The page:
Euanthes and the World of Rhetoric in Achilles Tatius’ Leucippe and Cleitophon


  • Katherine A. McHugh



Within Leucippe and Cleitophon, Achilles Tatius inserts three extremely detailed ekphraseis of paintings, all of which stand out amongst the many other descriptive passages in the novel. This paper explores the rhetorical background of the author’s use of ekphrasis, and focuses in particular on the artist ‘Euanthes’ who is named at 3,6,3 as the painter of the images of Andromeda and Prometheus. It seeks to prove that Euanthes is entirely a construction of the author and that the name is representative of the world of rhetoric prominent in much of the literature of the 2nd Century AD. The rhetorical nature of the other ekphraseis of paintings in Leucippe and Cleitophon is also explored in order to support the interpretation of Euanthes as being part of an author’s in-joke with his educated readers.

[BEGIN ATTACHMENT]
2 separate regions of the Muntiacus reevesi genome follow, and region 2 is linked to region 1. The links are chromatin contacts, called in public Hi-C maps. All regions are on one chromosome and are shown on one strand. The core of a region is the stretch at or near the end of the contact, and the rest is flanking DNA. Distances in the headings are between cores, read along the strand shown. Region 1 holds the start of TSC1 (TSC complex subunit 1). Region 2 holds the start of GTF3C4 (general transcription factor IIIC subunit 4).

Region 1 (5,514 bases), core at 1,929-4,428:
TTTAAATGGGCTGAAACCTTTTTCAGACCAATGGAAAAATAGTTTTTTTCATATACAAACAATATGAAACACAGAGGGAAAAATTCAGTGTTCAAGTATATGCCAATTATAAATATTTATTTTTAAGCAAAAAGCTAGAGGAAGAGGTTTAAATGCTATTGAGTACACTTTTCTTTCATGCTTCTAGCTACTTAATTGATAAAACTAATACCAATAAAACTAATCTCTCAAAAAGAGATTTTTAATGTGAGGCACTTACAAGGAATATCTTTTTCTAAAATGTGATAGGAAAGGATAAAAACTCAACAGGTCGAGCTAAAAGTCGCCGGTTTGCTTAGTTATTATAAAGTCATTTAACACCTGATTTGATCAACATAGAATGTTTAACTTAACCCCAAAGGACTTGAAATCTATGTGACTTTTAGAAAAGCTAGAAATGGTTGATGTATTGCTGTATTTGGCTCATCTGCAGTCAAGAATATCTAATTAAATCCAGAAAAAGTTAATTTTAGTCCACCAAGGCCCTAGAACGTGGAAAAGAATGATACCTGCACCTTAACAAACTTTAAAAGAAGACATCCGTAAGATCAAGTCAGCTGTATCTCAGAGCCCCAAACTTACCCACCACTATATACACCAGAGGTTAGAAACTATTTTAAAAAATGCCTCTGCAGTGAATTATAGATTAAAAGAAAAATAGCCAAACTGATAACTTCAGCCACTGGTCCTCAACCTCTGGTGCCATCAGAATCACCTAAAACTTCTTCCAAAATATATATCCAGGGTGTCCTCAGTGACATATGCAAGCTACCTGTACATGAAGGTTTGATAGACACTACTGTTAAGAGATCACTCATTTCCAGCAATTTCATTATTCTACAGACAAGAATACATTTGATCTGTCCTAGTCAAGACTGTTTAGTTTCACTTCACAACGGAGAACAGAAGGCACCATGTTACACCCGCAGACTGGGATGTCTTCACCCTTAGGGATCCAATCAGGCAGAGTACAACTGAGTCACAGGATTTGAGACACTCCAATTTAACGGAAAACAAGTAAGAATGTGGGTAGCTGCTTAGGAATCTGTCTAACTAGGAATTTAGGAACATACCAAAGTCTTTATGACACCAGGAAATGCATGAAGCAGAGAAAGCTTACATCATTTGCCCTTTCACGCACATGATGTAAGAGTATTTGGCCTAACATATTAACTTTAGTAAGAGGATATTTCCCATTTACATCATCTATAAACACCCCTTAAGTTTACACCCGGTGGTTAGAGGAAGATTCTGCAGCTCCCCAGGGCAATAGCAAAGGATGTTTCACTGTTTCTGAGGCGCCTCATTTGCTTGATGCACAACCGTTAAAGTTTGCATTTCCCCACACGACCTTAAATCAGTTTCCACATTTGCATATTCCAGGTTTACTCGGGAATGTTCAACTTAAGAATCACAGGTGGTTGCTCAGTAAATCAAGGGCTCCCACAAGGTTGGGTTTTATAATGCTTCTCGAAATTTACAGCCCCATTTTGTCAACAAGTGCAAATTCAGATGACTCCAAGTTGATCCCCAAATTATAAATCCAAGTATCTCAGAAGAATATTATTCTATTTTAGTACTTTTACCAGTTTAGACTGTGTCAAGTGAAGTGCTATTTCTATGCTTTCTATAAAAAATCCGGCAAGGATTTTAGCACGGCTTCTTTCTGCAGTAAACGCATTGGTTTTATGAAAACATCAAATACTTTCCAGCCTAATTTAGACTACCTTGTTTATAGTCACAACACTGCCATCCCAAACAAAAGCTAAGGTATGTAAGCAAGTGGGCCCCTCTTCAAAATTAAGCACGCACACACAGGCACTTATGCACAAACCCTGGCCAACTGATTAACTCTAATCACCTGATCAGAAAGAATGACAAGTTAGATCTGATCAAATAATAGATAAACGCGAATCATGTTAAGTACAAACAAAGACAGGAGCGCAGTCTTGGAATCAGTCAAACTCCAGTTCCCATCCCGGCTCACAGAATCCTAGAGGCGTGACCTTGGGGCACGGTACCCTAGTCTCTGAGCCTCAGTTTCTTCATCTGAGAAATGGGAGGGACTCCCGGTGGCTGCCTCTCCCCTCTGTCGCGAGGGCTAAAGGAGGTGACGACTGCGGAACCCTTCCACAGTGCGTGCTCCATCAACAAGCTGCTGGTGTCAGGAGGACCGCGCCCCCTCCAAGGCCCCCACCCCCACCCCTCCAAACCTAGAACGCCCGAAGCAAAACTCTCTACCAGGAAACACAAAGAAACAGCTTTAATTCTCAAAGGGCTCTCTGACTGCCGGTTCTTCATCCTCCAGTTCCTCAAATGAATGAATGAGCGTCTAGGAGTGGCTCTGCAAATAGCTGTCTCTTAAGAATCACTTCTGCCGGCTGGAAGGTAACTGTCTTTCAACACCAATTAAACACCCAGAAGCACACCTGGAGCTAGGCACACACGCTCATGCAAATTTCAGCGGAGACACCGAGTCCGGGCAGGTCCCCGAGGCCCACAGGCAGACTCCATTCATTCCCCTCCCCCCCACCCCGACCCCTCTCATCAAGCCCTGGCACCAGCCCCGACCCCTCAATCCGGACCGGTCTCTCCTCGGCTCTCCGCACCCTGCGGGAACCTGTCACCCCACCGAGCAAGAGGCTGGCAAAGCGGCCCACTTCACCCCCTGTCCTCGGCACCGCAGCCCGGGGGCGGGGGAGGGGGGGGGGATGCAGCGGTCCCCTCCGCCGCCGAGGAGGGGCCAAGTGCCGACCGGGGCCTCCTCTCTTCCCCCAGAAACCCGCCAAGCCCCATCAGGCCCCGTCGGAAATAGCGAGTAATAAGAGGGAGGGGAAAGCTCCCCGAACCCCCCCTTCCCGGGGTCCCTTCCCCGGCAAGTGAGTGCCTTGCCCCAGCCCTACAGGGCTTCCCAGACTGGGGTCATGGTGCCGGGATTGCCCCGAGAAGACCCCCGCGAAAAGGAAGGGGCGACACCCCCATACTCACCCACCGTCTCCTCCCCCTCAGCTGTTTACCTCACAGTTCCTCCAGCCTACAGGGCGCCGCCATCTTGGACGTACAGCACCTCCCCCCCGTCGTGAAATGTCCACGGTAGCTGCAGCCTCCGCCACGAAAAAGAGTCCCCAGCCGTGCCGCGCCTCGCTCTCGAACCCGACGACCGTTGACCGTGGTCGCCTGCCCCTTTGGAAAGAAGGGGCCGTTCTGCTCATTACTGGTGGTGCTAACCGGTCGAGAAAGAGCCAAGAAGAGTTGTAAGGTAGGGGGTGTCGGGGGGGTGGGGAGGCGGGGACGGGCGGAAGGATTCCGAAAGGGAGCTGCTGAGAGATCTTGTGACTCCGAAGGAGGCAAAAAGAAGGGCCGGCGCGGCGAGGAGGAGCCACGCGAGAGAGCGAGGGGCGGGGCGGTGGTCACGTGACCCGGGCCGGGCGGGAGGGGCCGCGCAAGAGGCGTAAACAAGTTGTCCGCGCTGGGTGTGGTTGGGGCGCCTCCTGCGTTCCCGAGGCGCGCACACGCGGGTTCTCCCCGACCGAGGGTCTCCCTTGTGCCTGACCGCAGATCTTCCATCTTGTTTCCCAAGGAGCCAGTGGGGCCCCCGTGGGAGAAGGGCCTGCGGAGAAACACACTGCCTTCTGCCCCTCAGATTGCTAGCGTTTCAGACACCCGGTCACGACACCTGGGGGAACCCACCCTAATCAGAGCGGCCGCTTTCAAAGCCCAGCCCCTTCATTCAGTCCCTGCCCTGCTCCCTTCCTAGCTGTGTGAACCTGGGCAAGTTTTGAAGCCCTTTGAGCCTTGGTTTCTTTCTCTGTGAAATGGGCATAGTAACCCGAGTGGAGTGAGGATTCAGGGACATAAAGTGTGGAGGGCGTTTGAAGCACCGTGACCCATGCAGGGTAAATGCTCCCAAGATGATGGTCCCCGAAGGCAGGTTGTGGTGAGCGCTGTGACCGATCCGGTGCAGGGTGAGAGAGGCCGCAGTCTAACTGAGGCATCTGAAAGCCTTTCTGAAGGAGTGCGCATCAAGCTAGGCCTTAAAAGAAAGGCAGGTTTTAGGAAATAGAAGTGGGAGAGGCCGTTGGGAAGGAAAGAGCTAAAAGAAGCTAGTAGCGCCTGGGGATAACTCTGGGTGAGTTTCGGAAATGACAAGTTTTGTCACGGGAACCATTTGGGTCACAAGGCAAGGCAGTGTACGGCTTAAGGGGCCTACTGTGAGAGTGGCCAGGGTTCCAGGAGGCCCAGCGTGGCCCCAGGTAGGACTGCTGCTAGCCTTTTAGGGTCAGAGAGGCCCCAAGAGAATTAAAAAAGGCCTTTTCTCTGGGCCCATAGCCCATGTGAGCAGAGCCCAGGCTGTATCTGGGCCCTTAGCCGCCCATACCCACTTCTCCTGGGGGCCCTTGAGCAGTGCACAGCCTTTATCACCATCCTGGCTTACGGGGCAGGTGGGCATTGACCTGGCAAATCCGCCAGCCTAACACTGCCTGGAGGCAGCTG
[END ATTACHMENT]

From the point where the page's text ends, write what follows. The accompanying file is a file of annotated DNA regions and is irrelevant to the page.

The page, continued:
Author Biography

Katherine A. McHugh

Katherine McHugh has just completed an MScR in Classics from the University of Edinburgh, expected to graduate in November 2019. Her dissertation is entitled Homer’s ‘Odyssey’ and Parody in Lucian’s ‘Verae Historiae’, and focusses on the Odyssey as a structural and narratological template for the Verae Historiae.